While the pay raise and protections against abuse and sexual harrasment are important, Albisa says, so is something ”harder to articulate”: a deep shift in power relations. Where once workers were berated, subjected to verbal abuse and treated as well as farming implements, they now must be treated with dignity and respect. ”It changes the way you feel and walk in the world,” says Albisa.
One example: Tomato pickers once had to show up around 3 or 4am to the town’s main plaza to be selected by contractors. The contractors would drive them to the fields, sometimes several hours away. Workers couldn’t begin picking until the dew had evaporated from the tomato plants, so they often had to wait another few hours for the sun to do its work. That meant, essentially, four to five hours of waiting on the worker’s time, not the grower’s.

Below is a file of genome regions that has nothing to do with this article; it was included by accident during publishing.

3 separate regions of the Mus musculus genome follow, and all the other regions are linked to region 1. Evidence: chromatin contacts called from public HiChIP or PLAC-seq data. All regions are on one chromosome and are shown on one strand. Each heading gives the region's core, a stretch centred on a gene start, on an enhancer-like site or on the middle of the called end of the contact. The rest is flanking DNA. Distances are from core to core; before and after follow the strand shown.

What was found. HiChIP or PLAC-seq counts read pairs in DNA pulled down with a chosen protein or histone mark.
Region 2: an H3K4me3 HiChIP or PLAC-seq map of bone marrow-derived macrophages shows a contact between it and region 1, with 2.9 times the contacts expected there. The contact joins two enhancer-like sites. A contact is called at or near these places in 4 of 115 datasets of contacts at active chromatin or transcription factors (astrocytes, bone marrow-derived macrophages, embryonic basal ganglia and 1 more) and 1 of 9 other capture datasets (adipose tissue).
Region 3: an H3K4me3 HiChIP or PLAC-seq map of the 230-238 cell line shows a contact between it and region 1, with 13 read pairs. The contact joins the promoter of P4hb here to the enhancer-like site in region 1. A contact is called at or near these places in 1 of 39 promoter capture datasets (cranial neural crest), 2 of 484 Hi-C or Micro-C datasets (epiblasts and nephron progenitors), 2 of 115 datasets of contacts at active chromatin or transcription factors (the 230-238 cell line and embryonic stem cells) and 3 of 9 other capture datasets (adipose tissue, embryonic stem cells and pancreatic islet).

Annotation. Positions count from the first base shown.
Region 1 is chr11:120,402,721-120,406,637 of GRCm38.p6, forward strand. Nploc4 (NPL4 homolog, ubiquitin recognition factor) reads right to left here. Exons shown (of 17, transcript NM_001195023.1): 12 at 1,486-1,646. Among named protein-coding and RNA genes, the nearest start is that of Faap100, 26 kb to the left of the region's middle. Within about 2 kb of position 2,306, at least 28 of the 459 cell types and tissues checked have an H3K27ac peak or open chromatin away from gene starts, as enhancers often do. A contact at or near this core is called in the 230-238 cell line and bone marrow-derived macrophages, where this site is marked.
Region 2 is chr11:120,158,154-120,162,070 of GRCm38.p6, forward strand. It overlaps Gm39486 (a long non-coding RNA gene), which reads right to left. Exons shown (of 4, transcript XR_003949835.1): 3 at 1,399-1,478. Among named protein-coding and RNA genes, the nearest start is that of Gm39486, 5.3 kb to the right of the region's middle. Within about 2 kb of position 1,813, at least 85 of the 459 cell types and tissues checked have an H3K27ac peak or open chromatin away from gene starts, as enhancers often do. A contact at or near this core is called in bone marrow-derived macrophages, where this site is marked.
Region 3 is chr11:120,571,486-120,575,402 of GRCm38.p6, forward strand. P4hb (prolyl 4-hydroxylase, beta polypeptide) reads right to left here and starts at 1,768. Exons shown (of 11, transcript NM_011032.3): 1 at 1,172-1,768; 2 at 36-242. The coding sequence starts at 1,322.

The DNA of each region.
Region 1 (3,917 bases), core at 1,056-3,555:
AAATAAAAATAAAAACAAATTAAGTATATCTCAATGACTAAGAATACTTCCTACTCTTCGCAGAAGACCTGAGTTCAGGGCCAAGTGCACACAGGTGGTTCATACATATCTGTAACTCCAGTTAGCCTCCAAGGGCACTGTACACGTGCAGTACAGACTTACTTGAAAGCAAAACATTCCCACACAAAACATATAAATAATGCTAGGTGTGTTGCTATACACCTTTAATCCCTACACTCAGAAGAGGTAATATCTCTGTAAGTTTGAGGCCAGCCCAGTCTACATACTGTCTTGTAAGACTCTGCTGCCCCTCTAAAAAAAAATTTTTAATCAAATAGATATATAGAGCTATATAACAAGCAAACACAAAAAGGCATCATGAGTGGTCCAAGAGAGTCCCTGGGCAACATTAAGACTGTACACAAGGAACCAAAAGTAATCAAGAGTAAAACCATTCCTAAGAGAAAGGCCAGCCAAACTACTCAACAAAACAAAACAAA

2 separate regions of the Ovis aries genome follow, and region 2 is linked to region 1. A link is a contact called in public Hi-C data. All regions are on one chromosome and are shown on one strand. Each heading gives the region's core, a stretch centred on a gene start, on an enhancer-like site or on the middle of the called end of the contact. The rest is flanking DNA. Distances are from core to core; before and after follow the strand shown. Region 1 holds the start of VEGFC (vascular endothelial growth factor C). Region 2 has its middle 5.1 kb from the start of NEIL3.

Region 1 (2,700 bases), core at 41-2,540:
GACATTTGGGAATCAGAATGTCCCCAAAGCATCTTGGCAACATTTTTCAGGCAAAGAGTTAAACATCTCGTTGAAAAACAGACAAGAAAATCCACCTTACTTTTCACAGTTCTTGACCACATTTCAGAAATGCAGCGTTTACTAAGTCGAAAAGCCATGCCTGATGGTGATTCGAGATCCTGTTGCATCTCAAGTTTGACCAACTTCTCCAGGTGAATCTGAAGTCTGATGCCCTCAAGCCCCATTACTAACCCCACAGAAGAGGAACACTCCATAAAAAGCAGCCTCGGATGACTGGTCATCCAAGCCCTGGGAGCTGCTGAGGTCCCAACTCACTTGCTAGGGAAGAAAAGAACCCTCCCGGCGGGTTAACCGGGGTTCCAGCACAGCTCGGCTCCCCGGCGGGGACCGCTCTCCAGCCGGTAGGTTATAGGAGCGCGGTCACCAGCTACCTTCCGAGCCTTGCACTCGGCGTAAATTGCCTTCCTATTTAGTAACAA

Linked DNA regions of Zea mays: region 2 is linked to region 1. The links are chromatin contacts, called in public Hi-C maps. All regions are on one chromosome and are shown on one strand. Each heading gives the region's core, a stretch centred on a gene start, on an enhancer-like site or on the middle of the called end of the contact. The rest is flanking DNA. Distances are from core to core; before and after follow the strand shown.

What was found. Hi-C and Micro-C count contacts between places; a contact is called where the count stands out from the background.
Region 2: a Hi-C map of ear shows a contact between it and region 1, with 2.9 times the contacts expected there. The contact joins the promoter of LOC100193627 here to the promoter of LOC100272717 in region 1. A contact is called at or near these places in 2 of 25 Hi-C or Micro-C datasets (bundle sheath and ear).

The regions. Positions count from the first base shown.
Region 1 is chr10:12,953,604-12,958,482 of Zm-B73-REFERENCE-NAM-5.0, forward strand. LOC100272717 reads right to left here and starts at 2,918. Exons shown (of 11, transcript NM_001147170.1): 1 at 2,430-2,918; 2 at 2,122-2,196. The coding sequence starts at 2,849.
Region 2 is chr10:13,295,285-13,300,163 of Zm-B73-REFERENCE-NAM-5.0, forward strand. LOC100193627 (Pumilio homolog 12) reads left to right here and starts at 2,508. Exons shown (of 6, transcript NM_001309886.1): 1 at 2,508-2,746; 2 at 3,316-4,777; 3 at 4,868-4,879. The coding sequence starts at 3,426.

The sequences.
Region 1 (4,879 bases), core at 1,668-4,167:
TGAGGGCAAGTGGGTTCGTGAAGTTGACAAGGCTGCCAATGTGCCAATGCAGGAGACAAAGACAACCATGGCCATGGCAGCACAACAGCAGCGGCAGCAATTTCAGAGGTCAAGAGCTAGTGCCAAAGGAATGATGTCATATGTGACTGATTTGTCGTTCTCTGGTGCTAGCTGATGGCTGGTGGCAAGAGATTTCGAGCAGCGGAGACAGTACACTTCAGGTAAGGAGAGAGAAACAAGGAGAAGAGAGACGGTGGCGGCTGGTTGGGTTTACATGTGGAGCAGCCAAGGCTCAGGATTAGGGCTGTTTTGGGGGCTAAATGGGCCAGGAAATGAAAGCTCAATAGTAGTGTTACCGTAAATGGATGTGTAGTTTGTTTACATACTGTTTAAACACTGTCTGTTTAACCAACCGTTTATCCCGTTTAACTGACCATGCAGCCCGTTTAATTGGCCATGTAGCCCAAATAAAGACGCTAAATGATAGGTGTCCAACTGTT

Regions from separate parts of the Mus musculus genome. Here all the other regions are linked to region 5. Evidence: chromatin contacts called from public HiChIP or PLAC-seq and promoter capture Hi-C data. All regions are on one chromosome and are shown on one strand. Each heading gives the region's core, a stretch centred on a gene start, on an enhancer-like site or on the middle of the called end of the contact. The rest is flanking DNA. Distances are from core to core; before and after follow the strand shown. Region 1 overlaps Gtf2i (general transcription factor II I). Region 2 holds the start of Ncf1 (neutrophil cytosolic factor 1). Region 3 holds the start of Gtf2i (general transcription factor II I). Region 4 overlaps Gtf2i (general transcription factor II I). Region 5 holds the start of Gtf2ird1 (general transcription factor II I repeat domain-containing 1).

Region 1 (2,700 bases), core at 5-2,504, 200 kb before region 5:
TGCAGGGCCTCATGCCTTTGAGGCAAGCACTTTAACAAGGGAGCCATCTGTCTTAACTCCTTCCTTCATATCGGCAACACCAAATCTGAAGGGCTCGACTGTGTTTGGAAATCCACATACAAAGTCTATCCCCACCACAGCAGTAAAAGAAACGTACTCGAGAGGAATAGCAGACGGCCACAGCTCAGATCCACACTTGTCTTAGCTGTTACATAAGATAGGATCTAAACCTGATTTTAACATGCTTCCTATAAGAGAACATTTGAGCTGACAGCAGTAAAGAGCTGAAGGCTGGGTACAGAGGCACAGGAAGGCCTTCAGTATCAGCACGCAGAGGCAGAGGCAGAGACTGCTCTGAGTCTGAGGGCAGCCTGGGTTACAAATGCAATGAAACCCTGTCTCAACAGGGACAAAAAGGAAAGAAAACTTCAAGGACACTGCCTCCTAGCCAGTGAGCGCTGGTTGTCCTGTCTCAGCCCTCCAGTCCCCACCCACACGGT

But under the minimum wage guarantees of the Fair Food Program, growers must pay for waiting time – and have an incentive not to make them wait. These days, the contractors show up later to the town square, which means workers get more time to sleep and with their families.